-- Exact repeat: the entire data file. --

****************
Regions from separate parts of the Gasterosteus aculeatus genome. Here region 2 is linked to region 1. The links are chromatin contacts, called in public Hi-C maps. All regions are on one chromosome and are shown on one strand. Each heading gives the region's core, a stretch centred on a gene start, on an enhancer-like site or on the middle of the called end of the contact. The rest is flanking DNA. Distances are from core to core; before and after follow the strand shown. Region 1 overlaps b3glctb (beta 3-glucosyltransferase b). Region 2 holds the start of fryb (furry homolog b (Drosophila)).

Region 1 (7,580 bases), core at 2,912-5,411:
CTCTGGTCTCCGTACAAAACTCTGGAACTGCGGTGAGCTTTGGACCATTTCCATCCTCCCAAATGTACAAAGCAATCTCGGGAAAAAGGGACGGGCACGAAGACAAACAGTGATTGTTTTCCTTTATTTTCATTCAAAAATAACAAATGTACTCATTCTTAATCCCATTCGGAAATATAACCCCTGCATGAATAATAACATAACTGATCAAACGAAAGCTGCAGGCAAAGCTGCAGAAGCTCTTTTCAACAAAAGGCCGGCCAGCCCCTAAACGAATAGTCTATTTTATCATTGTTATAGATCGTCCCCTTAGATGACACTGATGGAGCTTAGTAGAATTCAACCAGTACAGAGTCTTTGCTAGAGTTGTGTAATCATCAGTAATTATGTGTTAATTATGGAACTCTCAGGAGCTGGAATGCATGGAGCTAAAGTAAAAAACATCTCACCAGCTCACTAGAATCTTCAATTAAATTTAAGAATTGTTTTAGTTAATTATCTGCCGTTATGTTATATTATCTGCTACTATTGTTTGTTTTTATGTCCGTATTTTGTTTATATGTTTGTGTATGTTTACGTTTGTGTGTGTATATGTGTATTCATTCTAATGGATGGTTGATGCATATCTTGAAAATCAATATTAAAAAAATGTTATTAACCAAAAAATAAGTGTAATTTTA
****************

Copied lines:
Regions from separate parts of the Gasterosteus aculeatus genome. Here region 2 is linked to region 1. The links are chromatin contacts, called in public Hi-C maps. All regions are on one chromosome and are shown on one strand. Each heading gives the region's core, a stretch centred on a gene start, on an enhancer-like site or on the middle of the called end of the contact. The rest is flanking DNA. Distances are from core to core; before and after follow the strand shown. Region 1 overlaps b3glctb (beta 3-glucosyltransferase b). Region 2 holds the start of fryb (furry homolog b (Drosophila)).

Region 1 (7,580 bases), core at 2,912-5,411:
CTCTGGTCTCCGTACAAAACTCTGGAACTGCGGTGAGCTTTGGACCATTTCCATCCTCCCAAATGTACAAAGCAATCTCGGGAAAAAGGGACGGGCACGAAGACAAACAGTGATTGTTTTCCTTTATTTTCATTCAAAAATAACAAATGTACTCATTCTTAATCCCATTCGGAAATATAACCCCTGCATGAATAATAACATAACTGATCAAACGAAAGCTGCAGGCAAAGCTGCAGAAGCTCTTTTCAACAAAAGGCCGGCCAGCCCCTAAACGAATAGTCTATTTTATCATTGTTATAGATCGTCCCCTTAGATGACACTGATGGAGCTTAGTAGAATTCAACCAGTACAGAGTCTTTGCTAGAGTTGTGTAATCATCAGTAATTATGTGTTAATTATGGAACTCTCAGGAGCTGGAATGCATGGAGCTAAAGTAAAAAACATCTCACCAGCTCACTAGAATCTTCAATTAAATTTAAGAATTGTTTTAGTTAATTATCTGCCGTTATGTTATATTATCTGCTACTATTGTTTGTTTTTATGTCCGTATTTTGTTTATATGTTTGTGTATGTTTACGTTTGTGTGTGTATATGTGTATTCATTCTAATGGATGGTTGATGCATATCTTGAAAATCAATATTAAAAAAATGTTATTAACCAAAAAATAAGTGTAATTTTA